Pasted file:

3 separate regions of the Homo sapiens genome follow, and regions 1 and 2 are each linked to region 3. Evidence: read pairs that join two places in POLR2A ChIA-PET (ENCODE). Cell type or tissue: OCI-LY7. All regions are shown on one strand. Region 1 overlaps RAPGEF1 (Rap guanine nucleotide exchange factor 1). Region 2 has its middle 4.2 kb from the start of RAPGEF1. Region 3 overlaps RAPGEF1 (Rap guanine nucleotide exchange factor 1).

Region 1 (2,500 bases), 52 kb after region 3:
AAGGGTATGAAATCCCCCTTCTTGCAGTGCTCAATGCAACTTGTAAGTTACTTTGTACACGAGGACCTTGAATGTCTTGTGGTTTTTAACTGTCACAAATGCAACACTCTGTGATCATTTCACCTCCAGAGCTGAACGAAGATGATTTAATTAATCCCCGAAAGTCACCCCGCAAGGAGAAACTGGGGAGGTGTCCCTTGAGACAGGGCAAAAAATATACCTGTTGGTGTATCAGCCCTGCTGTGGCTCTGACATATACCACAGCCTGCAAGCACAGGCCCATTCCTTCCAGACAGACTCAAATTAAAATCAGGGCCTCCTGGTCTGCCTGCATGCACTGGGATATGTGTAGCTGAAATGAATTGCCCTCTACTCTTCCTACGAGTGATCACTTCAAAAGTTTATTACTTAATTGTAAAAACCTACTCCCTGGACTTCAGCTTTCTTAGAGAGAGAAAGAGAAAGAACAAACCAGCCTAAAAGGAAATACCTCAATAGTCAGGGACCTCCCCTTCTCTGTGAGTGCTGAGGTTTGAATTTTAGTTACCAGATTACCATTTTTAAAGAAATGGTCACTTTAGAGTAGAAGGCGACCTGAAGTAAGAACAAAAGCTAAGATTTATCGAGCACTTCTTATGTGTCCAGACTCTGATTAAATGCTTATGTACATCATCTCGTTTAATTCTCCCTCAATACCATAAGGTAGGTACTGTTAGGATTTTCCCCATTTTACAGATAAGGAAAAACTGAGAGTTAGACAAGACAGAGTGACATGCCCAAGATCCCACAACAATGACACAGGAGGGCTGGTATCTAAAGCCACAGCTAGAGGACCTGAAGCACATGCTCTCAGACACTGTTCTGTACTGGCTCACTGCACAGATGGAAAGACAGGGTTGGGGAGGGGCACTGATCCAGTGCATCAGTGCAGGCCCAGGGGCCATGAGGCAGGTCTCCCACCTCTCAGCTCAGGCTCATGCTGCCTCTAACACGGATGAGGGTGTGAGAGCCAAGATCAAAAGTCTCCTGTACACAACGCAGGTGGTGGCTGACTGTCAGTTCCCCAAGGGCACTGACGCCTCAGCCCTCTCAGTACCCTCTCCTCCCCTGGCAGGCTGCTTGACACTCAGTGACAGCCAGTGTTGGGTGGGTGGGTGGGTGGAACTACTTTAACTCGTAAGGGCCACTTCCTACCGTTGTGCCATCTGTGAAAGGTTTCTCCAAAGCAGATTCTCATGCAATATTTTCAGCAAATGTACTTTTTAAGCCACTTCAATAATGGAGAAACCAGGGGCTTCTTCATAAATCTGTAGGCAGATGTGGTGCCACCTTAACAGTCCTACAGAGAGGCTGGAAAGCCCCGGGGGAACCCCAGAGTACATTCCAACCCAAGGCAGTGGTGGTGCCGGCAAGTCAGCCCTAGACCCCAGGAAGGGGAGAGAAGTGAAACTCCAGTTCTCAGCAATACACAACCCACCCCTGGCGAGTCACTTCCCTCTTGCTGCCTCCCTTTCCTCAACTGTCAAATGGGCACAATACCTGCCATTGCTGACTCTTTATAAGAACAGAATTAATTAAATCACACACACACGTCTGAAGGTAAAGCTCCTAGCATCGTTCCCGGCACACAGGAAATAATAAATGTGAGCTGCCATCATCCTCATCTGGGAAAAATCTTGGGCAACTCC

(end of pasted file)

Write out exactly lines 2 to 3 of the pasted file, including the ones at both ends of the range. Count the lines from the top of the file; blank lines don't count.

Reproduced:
Region 1 (2,500 bases), 52 kb after region 3:
AAGGGTATGAAATCCCCCTTCTTGCAGTGCTCAATGCAACTTGTAAGTTACTTTGTACACGAGGACCTTGAATGTCTTGTGGTTTTTAACTGTCACAAATGCAACACTCTGTGATCATTTCACCTCCAGAGCTGAACGAAGATGATTTAATTAATCCCCGAAAGTCACCCCGCAAGGAGAAACTGGGGAGGTGTCCCTTGAGACAGGGCAAAAAATATACCTGTTGGTGTATCAGCCCTGCTGTGGCTCTGACATATACCACAGCCTGCAAGCACAGGCCCATTCCTTCCAGACAGACTCAAATTAAAATCAGGGCCTCCTGGTCTGCCTGCATGCACTGGGATATGTGTAGCTGAAATGAATTGCCCTCTACTCTTCCTACGAGTGATCACTTCAAAAGTTTATTACTTAATTGTAAAAACCTACTCCCTGGACTTCAGCTTTCTTAGAGAGAGAAAGAGAAAGAACAAACCAGCCTAAAAGGAAATACCTCAATAGTCAGGGACCTCCCCTTCTCTGTGAGTGCTGAGGTTTGAATTTTAGTTACCAGATTACCATTTTTAAAGAAATGGTCACTTTAGAGTAGAAGGCGACCTGAAGTAAGAACAAAAGCTAAGATTTATCGAGCACTTCTTATGTGTCCAGACTCTGATTAAATGCTTATGTACATCATCTCGTTTAATTCTCCCTCAATACCATAAGGTAGGTACTGTTAGGATTTTCCCCATTTTACAGATAAGGAAAAACTGAGAGTTAGACAAGACAGAGTGACATGCCCAAGATCCCACAACAATGACACAGGAGGGCTGGTATCTAAAGCCACAGCTAGAGGACCTGAAGCACATGCTCTCAGACACTGTTCTGTACTGGCTCACTGCACAGATGGAAAGACAGGGTTGGGGAGGGGCACTGATCCAGTGCATCAGTGCAGGCCCAGGGGCCATGAGGCAGGTCTCCCACCTCTCAGCTCAGGCTCATGCTGCCTCTAACACGGATGAGGGTGTGAGAGCCAAGATCAAAAGTCTCCTGTACACAACGCAGGTGGTGGCTGACTGTCAGTTCCCCAAGGGCACTGACGCCTCAGCCCTCTCAGTACCCTCTCCTCCCCTGGCAGGCTGCTTGACACTCAGTGACAGCCAGTGTTGGGTGGGTGGGTGGGTGGAACTACTTTAACTCGTAAGGGCCACTTCCTACCGTTGTGCCATCTGTGAAAGGTTTCTCCAAAGCAGATTCTCATGCAATATTTTCAGCAAATGTACTTTTTAAGCCACTTCAATAATGGAGAAACCAGGGGCTTCTTCATAAATCTGTAGGCAGATGTGGTGCCACCTTAACAGTCCTACAGAGAGGCTGGAAAGCCCCGGGGGAACCCCAGAGTACATTCCAACCCAAGGCAGTGGTGGTGCCGGCAAGTCAGCCCTAGACCCCAGGAAGGGGAGAGAAGTGAAACTCCAGTTCTCAGCAATACACAACCCACCCCTGGCGAGTCACTTCCCTCTTGCTGCCTCCCTTTCCTCAACTGTCAAATGGGCACAATACCTGCCATTGCTGACTCTTTATAAGAACAGAATTAATTAAATCACACACACACGTCTGAAGGTAAAGCTCCTAGCATCGTTCCCGGCACACAGGAAATAATAAATGTGAGCTGCCATCATCCTCATCTGGGAAAAATCTTGGGCAACTCC